Having now decided on the why and the what, focus on the who, meaning who will buy your book. You believe that many people will be interested in your book, but let’s define “many”. Do you mean all of the people in your interest group, your church or your workplace, or do you mean everyone? A word of caution, though – there is NO book that is for everyone. Sure, everyone may need your book but not everyone will want it. If your book is a healthy lifestyle cookbook, everyone might need it, but only people who actually want to be healthy will buy it. Do some research on who those people are and where they are likely to actually buy your book. Understand their demographics: age group, income level, shopping habits, activities, etc. Now write for them. What information are your target readers looking for? Is their a gap in the information about a subject that is very familiar to you or in which you have the credentials to fill the gap?
Make sure that your book solves a problem or problems for the reader, or make sure that your book will increase the well being of the reader. Avoid falling into the trap of writing to make yourself feel better – you are not the one who will buy your book. Or if you are, you are the only buyer that you will have!
The why, what and who now being defined, you can turn your attention to the where you can sell your book. Because there are many markets for books, decide early in the writing process just what those markets are and write to sell your book in those markets.
It is likely that the first market that will come to mind is traditional book stores, and of course they can be a vital part of your sales. Do your research in getting to know your competition on the book store shelves, i.e., look at the other books that have been written in your genre. What writing style is most appealing to a wide audience? Is there a gap in the information provided in the other books? Are there problems that have not been addressed? Find the needs and fill them. When you are satisfied with the information that you are providing, think about what will attract the book store buyers. They will want to know about your planned publicity campaign. If you want people to buy your book in book stores, you are responsible for letting people know that your book is available, thereby driving buyers to the stores.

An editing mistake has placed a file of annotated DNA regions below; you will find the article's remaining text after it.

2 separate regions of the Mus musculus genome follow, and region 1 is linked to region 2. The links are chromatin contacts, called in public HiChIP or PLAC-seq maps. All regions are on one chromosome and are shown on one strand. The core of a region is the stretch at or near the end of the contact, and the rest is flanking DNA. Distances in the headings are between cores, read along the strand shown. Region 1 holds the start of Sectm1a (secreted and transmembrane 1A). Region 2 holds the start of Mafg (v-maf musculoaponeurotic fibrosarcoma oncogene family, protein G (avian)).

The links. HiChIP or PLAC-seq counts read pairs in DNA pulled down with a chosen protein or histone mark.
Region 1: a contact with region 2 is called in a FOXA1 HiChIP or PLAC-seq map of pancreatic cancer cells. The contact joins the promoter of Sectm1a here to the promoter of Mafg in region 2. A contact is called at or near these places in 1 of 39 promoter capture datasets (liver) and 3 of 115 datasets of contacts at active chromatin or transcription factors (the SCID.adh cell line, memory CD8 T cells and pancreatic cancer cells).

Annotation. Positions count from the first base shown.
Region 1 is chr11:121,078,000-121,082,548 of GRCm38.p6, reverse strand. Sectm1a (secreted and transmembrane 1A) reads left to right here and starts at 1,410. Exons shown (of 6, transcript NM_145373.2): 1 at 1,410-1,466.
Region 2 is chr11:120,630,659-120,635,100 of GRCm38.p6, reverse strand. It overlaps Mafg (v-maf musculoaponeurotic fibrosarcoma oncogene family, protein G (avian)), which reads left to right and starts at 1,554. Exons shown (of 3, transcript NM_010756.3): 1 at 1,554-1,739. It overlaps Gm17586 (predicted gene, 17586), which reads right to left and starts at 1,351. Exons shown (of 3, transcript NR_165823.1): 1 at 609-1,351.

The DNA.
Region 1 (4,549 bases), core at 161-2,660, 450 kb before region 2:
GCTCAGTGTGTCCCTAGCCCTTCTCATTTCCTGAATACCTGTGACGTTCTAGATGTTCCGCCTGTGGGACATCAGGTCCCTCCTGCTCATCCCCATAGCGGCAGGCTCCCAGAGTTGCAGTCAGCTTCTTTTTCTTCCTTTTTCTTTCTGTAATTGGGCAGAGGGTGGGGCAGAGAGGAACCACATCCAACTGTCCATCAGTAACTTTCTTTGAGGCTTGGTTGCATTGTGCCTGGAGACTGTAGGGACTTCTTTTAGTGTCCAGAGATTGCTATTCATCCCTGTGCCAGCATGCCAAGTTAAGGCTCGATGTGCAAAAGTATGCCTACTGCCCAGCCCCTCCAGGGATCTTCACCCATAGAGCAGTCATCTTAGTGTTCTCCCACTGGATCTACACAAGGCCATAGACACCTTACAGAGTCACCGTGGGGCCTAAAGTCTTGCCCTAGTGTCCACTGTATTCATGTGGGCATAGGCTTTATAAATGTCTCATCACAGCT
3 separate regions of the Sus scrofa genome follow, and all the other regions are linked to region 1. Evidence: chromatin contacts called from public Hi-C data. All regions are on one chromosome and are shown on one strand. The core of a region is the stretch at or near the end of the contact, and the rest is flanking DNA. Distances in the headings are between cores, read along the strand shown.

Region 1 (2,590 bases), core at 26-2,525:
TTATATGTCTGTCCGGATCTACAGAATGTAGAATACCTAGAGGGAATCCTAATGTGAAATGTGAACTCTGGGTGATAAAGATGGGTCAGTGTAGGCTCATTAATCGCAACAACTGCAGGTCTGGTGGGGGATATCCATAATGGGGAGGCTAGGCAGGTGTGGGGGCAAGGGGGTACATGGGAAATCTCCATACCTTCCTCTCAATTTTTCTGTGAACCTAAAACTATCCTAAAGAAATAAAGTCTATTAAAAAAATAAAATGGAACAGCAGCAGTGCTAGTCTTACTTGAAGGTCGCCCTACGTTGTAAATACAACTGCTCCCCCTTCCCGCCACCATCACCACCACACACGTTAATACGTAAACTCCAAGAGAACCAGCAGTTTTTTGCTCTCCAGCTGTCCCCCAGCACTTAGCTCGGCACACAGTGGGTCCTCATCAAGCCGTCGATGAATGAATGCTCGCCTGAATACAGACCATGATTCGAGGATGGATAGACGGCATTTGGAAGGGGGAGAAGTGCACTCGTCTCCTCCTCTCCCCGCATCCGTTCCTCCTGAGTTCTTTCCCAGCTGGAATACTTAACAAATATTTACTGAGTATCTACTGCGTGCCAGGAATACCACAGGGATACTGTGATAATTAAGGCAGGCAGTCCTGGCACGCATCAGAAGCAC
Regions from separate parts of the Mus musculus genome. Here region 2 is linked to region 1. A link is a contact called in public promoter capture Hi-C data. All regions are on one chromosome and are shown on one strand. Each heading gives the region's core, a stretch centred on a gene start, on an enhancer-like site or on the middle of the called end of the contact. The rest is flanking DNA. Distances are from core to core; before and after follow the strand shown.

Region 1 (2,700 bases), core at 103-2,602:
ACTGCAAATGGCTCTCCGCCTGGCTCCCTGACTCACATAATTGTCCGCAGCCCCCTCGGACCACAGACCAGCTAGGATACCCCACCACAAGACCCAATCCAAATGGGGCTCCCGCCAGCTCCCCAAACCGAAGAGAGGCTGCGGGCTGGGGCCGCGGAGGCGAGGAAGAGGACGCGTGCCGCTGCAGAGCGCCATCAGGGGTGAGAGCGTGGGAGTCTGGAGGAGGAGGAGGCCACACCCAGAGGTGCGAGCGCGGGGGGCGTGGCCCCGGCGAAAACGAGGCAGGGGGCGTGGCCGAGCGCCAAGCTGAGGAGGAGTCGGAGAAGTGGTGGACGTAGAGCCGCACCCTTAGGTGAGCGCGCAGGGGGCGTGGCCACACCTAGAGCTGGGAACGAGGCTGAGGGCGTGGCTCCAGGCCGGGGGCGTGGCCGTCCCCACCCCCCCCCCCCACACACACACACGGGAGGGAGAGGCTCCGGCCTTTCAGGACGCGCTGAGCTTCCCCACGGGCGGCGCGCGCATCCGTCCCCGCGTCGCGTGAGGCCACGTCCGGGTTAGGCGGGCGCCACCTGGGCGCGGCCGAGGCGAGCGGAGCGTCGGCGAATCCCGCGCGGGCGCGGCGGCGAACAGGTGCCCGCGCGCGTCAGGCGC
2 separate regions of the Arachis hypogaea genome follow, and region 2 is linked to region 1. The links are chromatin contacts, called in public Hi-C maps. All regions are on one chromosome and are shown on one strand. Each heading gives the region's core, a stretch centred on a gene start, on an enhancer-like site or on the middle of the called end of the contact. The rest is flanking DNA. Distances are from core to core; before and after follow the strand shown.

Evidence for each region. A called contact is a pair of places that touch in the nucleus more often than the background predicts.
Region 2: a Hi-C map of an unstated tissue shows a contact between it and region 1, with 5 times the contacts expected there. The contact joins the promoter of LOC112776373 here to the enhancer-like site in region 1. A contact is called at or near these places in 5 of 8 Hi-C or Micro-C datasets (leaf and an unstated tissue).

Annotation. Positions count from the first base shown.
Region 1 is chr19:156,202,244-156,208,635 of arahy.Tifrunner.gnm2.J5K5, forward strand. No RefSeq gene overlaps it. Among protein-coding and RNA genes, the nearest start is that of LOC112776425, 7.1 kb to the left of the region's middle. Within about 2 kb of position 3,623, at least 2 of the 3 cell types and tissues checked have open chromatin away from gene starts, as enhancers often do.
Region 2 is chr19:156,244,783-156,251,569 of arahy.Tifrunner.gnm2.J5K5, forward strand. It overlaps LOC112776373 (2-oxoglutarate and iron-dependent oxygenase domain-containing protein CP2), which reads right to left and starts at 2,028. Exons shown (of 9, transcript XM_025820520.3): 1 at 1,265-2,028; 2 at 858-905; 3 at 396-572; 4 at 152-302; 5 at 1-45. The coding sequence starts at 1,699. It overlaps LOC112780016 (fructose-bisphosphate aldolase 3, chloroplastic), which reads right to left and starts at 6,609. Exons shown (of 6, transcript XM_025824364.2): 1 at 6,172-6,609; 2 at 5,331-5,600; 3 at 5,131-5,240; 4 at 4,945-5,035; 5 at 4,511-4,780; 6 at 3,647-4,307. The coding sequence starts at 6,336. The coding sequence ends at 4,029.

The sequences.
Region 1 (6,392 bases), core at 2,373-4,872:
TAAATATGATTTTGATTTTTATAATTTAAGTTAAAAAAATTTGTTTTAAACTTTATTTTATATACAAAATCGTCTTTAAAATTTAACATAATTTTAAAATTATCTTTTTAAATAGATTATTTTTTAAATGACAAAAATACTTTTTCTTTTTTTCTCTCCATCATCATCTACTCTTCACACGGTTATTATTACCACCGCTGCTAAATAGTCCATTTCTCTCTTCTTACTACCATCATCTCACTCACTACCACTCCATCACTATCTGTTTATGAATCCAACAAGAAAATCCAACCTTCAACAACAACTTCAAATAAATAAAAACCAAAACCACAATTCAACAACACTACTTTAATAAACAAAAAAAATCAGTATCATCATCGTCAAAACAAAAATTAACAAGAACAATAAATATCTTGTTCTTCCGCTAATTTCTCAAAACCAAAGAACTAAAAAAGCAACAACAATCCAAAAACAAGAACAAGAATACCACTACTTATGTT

Besides book stores, books are purchased in the nontraditional book market by display retailers, book clubs, catalogs, gift retailers, volume buyers (think Costco and Price Club), corporations, foundations and foreign markets. These markets are considered “hidden” because they exist outside the usual bookstore market, yet they account for many millions of dollars each year in book sales. In fact, we sell thousands of books to buyers like these every year (for more about our Book Marketing tips and secrets click here: Book Marketing Tips). These markets, however, do not buy any and every book. They are looking for books that appeal to their customers.
For instance, if you are writing a book about spiritual experiences, think about which of those markets will likely buy your book. Will you approach book clubs? If yes, which book clubs – those that specialize in spiritual books only, or those that market to the general public? Will you approach the gift market or catalogs? Each market evaluates its purchases for its own clientele. Book clubs that target the religious book reader have a greater interest in spiritual books than do general interest book clubs. Volume buyers, catalogs and gift buyers (unless they target a religious market), display retailers and corporations will very seldom buy a spiritual book. Foreign markets, however, are often very interested.
Even if your book is written for the general book trade, you can still think of corporations that might be able to use your book as a promotional item. Make a list of corporations that could be interested in your book and make sure that your writing supports their products or philosophy, and that what you are writing about will solve some problems for the corporate clients. For instance, one cookbook was targeted at busy people who want to follow a healthy lifestyle. It became a bestseller very quickly in the traditional book trade, but sales exploded when it was sold to pharmaceutical companies who used the book as support information for clients who needed to achieve a healthy weight. The book also sold successfully in foreign markets, to catalogs, as fund raisers and to shopping malls as a customer reward.
The point is: you need to know how to slant your writing for your markets.